In the 1800s, nursing was not considered an appropriate profession for a ‘gentlewoman’ – nurses were sometimes described by the gentry as “coarse, ignorant women given to promiscuity and drunkenness”. Florence certainly had great influence in changing that perception, establishing a nursing school in 1860 to teach what has evolved to modern nurse training. It is interesting to note that 2 years earlier, in 1858, she was the first woman elected as a Fellow of the Royal Statistical Society in London – a far cry from nursing, bedpans and wound dressing.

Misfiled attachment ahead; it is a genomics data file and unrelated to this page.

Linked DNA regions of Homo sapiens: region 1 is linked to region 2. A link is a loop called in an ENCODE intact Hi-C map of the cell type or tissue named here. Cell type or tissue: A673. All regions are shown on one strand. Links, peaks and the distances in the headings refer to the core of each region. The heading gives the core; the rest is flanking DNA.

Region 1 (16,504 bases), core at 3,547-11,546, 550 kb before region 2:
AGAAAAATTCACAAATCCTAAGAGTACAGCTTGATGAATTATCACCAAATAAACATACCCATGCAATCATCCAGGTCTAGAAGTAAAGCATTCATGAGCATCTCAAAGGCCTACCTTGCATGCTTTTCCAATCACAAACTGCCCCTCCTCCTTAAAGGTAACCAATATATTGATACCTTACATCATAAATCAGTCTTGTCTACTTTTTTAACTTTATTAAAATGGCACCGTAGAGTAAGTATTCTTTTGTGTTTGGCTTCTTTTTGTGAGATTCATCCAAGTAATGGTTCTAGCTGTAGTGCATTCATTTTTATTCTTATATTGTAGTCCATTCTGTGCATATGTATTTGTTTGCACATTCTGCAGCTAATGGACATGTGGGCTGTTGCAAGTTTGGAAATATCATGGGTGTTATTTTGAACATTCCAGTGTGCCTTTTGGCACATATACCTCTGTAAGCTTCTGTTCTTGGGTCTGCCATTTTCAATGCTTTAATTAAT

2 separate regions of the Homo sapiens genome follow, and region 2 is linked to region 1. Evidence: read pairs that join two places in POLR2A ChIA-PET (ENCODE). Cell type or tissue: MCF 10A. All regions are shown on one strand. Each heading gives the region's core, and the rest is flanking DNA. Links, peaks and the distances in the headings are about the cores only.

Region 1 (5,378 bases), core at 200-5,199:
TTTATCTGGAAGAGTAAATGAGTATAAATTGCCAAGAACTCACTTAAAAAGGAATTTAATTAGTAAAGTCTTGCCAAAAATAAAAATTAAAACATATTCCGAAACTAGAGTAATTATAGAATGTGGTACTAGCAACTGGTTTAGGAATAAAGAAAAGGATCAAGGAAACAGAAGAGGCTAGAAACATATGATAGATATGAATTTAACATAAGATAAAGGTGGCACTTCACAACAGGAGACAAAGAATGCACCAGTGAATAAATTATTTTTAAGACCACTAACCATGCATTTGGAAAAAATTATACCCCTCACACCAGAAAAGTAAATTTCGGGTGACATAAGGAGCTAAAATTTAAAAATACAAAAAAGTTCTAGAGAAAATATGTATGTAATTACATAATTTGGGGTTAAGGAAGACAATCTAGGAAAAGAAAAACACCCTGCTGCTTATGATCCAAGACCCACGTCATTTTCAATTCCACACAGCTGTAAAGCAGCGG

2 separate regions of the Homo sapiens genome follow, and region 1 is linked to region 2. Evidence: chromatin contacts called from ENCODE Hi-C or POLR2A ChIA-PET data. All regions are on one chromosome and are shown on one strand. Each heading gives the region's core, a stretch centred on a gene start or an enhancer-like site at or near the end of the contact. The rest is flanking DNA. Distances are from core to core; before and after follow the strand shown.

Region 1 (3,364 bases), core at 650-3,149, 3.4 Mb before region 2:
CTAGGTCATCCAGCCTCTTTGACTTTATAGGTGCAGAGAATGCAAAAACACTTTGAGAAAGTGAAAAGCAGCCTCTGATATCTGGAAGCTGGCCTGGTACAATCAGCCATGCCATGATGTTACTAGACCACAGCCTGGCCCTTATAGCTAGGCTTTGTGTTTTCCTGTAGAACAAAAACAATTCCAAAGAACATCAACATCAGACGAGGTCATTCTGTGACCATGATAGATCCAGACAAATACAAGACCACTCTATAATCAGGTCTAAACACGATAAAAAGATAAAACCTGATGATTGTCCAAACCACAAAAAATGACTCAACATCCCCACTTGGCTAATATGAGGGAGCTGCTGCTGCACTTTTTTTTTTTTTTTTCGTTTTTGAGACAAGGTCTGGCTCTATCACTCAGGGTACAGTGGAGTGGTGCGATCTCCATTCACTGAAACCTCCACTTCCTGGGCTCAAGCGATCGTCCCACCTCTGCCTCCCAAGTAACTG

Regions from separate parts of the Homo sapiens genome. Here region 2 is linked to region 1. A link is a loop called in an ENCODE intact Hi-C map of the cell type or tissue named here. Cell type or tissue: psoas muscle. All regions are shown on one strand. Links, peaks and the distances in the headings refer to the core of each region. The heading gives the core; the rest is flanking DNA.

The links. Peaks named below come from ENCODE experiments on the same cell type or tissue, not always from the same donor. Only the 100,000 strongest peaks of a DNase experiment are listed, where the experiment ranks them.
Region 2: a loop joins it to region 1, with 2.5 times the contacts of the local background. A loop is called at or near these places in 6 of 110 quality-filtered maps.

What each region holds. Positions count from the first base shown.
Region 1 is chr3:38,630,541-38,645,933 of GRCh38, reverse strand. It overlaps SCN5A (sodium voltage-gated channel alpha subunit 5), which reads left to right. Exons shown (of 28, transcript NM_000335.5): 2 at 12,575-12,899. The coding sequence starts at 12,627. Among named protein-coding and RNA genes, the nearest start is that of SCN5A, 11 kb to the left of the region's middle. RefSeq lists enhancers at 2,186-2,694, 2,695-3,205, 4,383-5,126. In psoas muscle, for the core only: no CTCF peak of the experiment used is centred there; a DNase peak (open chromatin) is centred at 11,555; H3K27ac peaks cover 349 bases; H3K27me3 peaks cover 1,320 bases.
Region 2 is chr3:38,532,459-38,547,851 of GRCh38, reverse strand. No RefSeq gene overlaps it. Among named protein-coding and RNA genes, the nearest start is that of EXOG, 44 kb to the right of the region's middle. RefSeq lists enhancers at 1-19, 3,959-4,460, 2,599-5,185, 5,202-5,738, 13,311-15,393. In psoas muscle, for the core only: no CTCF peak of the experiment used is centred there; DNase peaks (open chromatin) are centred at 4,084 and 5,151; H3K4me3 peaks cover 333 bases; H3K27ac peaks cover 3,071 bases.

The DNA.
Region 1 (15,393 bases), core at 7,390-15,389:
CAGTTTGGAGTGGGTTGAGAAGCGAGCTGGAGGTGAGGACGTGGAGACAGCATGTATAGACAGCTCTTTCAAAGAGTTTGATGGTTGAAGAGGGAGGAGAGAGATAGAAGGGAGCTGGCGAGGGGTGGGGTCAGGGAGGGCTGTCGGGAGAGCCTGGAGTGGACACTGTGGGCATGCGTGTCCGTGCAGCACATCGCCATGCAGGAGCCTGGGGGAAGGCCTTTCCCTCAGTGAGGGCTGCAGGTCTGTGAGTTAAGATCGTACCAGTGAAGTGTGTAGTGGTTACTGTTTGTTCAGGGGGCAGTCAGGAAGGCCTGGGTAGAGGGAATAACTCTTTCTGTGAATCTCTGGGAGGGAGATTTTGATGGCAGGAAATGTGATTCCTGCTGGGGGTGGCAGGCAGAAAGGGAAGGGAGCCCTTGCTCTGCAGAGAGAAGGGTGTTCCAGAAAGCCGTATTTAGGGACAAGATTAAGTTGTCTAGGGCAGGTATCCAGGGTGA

What has this to do with modern nurse call systems?
Simply that statistical analysis of care has been proven to have a profound positive effect on both mortality and quality of life. This is Florence’s greatest legacy and a lesson modern-day developers must include in system design. During the Crimean War, Florence used statistics to illustrate that if you improved hospital hygiene, soldiers’ lives were saved – and they could return to the battlefield sooner. Her influence over nursing was as much about mathematics as it was about romantic notions of care (as the poster girl “Lady with the Lamp” suggests).
In the 1800s, polar area diagrams were considered to be leading-edge tools in the battle for improving care outcomes, and Florence used these to illustrate the benefits of improved hygiene.